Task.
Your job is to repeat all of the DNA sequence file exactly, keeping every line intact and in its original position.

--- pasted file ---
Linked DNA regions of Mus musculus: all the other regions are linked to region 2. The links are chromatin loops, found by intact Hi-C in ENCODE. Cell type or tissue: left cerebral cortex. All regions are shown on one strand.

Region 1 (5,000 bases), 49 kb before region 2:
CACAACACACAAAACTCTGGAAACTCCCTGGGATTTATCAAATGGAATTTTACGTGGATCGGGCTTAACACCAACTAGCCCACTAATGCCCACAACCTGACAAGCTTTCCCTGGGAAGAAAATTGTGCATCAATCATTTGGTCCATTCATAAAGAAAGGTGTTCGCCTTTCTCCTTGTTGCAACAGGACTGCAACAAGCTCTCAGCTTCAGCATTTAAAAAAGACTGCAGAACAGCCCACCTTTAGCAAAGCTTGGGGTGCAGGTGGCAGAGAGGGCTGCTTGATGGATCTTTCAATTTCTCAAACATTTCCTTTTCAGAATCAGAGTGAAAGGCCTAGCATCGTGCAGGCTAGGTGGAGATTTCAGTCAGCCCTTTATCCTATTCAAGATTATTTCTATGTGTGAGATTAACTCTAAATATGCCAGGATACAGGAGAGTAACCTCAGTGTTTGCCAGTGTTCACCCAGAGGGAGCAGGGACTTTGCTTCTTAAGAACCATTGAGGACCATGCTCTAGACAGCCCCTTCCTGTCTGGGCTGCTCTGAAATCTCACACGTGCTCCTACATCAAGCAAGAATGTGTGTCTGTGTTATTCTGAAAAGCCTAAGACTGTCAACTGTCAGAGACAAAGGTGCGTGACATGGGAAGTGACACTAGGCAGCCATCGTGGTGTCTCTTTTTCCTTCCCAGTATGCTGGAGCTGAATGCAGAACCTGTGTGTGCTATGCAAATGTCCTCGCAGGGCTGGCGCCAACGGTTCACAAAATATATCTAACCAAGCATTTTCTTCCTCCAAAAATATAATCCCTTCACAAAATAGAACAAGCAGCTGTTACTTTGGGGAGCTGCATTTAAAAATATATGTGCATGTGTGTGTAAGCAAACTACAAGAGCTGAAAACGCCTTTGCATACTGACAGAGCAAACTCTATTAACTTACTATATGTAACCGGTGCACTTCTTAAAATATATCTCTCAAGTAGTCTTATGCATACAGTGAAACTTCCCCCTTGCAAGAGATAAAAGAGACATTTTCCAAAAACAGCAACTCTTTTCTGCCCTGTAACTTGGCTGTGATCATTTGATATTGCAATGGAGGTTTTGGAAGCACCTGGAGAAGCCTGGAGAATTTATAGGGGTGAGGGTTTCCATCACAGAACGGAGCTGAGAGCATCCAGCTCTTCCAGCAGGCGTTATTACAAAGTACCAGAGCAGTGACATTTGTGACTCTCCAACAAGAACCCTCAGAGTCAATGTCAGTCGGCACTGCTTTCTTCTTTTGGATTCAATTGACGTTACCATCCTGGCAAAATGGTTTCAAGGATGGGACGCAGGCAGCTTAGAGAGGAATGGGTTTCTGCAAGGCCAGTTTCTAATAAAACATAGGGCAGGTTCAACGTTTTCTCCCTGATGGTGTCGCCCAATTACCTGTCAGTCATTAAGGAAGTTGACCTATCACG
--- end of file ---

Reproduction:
Linked DNA regions of Mus musculus: all the other regions are linked to region 2. The links are chromatin loops, found by intact Hi-C in ENCODE. Cell type or tissue: left cerebral cortex. All regions are shown on one strand.

Region 1 (5,000 bases), 49 kb before region 2:
CACAACACACAAAACTCTGGAAACTCCCTGGGATTTATCAAATGGAATTTTACGTGGATCGGGCTTAACACCAACTAGCCCACTAATGCCCACAACCTGACAAGCTTTCCCTGGGAAGAAAATTGTGCATCAATCATTTGGTCCATTCATAAAGAAAGGTGTTCGCCTTTCTCCTTGTTGCAACAGGACTGCAACAAGCTCTCAGCTTCAGCATTTAAAAAAGACTGCAGAACAGCCCACCTTTAGCAAAGCTTGGGGTGCAGGTGGCAGAGAGGGCTGCTTGATGGATCTTTCAATTTCTCAAACATTTCCTTTTCAGAATCAGAGTGAAAGGCCTAGCATCGTGCAGGCTAGGTGGAGATTTCAGTCAGCCCTTTATCCTATTCAAGATTATTTCTATGTGTGAGATTAACTCTAAATATGCCAGGATACAGGAGAGTAACCTCAGTGTTTGCCAGTGTTCACCCAGAGGGAGCAGGGACTTTGCTTCTTAAGAACCATTGAGGACCATGCTCTAGACAGCCCCTTCCTGTCTGGGCTGCTCTGAAATCTCACACGTGCTCCTACATCAAGCAAGAATGTGTGTCTGTGTTATTCTGAAAAGCCTAAGACTGTCAACTGTCAGAGACAAAGGTGCGTGACATGGGAAGTGACACTAGGCAGCCATCGTGGTGTCTCTTTTTCCTTCCCAGTATGCTGGAGCTGAATGCAGAACCTGTGTGTGCTATGCAAATGTCCTCGCAGGGCTGGCGCCAACGGTTCACAAAATATATCTAACCAAGCATTTTCTTCCTCCAAAAATATAATCCCTTCACAAAATAGAACAAGCAGCTGTTACTTTGGGGAGCTGCATTTAAAAATATATGTGCATGTGTGTGTAAGCAAACTACAAGAGCTGAAAACGCCTTTGCATACTGACAGAGCAAACTCTATTAACTTACTATATGTAACCGGTGCACTTCTTAAAATATATCTCTCAAGTAGTCTTATGCATACAGTGAAACTTCCCCCTTGCAAGAGATAAAAGAGACATTTTCCAAAAACAGCAACTCTTTTCTGCCCTGTAACTTGGCTGTGATCATTTGATATTGCAATGGAGGTTTTGGAAGCACCTGGAGAAGCCTGGAGAATTTATAGGGGTGAGGGTTTCCATCACAGAACGGAGCTGAGAGCATCCAGCTCTTCCAGCAGGCGTTATTACAAAGTACCAGAGCAGTGACATTTGTGACTCTCCAACAAGAACCCTCAGAGTCAATGTCAGTCGGCACTGCTTTCTTCTTTTGGATTCAATTGACGTTACCATCCTGGCAAAATGGTTTCAAGGATGGGACGCAGGCAGCTTAGAGAGGAATGGGTTTCTGCAAGGCCAGTTTCTAATAAAACATAGGGCAGGTTCAACGTTTTCTCCCTGATGGTGTCGCCCAATTACCTGTCAGTCATTAAGGAAGTTGACCTATCACG